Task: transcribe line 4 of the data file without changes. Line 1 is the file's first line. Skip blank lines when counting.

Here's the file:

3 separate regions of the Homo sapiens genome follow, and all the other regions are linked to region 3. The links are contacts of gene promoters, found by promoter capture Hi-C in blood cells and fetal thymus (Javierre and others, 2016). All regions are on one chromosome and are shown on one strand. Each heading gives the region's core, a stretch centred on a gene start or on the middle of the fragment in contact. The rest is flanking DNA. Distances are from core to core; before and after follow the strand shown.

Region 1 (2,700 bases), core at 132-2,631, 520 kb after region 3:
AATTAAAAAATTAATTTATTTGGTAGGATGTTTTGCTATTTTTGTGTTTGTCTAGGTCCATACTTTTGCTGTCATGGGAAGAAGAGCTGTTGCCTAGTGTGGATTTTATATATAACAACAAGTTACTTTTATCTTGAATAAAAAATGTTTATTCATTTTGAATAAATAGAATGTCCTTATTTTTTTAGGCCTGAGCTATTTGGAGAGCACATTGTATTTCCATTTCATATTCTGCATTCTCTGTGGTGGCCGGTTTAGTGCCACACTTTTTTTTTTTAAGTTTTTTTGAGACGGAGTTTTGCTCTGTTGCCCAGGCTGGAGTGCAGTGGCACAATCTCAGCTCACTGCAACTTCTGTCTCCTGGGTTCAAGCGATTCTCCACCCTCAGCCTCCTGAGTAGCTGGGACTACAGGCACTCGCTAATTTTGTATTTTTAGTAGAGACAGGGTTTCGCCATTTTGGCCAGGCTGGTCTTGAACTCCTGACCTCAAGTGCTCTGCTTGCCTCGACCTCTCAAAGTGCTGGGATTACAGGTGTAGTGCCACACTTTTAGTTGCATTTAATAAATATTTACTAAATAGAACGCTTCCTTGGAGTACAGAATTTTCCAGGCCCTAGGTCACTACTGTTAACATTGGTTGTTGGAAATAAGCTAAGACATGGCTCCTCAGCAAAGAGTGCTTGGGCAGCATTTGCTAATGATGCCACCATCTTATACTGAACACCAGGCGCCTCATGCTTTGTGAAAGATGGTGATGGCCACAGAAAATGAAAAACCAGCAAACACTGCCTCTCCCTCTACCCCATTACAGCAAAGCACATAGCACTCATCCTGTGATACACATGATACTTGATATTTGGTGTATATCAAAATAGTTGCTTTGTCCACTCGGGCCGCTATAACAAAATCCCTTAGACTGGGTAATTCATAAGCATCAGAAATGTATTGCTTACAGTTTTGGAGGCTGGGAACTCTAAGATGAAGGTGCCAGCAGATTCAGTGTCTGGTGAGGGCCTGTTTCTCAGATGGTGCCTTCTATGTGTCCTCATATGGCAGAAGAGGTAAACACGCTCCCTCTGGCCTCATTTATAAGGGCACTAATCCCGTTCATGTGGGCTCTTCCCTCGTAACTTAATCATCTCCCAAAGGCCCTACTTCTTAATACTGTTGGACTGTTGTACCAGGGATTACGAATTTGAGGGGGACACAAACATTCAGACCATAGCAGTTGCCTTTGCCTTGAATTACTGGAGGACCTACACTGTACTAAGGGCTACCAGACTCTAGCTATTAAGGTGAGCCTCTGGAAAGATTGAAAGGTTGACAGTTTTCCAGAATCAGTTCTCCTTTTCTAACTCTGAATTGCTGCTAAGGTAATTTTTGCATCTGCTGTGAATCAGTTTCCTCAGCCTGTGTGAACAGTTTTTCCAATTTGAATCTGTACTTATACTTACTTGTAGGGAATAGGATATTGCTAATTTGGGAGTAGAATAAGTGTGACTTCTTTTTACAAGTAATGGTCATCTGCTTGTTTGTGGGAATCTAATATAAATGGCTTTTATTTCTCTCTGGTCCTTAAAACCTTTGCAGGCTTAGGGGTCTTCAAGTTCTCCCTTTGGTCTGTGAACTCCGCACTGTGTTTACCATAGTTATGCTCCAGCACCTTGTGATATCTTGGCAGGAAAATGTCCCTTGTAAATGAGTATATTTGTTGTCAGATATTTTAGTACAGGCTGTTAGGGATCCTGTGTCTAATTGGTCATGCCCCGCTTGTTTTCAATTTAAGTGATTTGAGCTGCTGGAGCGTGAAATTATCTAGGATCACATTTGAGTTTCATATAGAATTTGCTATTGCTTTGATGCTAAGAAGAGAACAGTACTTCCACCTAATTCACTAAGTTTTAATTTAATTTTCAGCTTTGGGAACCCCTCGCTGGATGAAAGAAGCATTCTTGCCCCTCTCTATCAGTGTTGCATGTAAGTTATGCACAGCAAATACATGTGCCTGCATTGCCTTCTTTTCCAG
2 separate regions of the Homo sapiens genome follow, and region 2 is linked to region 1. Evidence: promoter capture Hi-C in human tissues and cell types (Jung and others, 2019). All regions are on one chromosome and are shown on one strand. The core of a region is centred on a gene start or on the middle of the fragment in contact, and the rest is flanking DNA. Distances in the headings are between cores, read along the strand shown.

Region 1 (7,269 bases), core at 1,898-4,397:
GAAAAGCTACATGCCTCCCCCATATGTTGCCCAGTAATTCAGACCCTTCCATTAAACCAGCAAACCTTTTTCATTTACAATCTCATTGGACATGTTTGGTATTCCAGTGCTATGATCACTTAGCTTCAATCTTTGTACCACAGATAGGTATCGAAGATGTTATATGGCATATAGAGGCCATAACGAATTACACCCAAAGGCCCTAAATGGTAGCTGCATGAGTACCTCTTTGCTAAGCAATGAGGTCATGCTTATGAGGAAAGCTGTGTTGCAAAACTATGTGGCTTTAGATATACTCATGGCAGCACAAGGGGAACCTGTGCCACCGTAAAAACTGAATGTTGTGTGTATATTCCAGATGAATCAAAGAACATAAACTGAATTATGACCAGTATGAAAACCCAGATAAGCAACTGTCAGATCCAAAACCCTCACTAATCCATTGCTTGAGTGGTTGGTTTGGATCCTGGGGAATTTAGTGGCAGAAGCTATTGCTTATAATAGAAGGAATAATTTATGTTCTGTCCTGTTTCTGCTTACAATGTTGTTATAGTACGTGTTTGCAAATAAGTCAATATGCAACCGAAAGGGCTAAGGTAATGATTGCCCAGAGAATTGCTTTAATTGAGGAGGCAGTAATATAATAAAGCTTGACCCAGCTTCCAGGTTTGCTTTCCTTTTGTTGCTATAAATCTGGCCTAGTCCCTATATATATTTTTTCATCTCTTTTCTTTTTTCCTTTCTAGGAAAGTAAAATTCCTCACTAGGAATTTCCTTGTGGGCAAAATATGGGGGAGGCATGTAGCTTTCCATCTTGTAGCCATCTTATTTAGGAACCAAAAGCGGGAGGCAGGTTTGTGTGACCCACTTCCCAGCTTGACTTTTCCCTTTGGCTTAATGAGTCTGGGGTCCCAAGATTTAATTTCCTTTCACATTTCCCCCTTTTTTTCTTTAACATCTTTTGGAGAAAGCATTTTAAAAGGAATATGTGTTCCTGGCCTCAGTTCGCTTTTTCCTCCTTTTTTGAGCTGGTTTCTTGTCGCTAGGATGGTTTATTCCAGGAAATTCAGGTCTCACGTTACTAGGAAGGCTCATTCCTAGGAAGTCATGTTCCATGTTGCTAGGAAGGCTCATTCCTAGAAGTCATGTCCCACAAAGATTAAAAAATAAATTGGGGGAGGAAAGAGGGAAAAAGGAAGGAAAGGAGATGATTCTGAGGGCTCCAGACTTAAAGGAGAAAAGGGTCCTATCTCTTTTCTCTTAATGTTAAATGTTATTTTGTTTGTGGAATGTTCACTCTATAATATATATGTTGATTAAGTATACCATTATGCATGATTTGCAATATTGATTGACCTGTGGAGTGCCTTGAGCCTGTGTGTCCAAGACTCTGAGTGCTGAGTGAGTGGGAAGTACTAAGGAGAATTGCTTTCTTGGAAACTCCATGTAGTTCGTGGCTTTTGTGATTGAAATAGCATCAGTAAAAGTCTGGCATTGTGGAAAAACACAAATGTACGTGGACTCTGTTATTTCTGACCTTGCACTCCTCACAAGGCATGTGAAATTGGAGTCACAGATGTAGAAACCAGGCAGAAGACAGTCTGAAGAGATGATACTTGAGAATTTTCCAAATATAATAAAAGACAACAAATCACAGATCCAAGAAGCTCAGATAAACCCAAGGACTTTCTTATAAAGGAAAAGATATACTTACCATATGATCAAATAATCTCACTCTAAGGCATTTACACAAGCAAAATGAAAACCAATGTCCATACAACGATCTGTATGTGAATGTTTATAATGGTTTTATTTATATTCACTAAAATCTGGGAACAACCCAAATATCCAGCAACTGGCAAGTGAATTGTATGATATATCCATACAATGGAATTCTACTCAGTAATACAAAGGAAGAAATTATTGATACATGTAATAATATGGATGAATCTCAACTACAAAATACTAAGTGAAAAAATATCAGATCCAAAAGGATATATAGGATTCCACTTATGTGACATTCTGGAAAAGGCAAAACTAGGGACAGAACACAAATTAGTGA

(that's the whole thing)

2 separate regions of the Homo sapiens genome follow, and region 2 is linked to region 1. Evidence: promoter capture Hi-C in human tissues and cell types (Jung and others, 2019). All regions are on one chromosome and are shown on one strand. The core of a region is centred on a gene start or on the middle of the fragment in contact, and the rest is flanking DNA. Distances in the headings are between cores, read along the strand shown.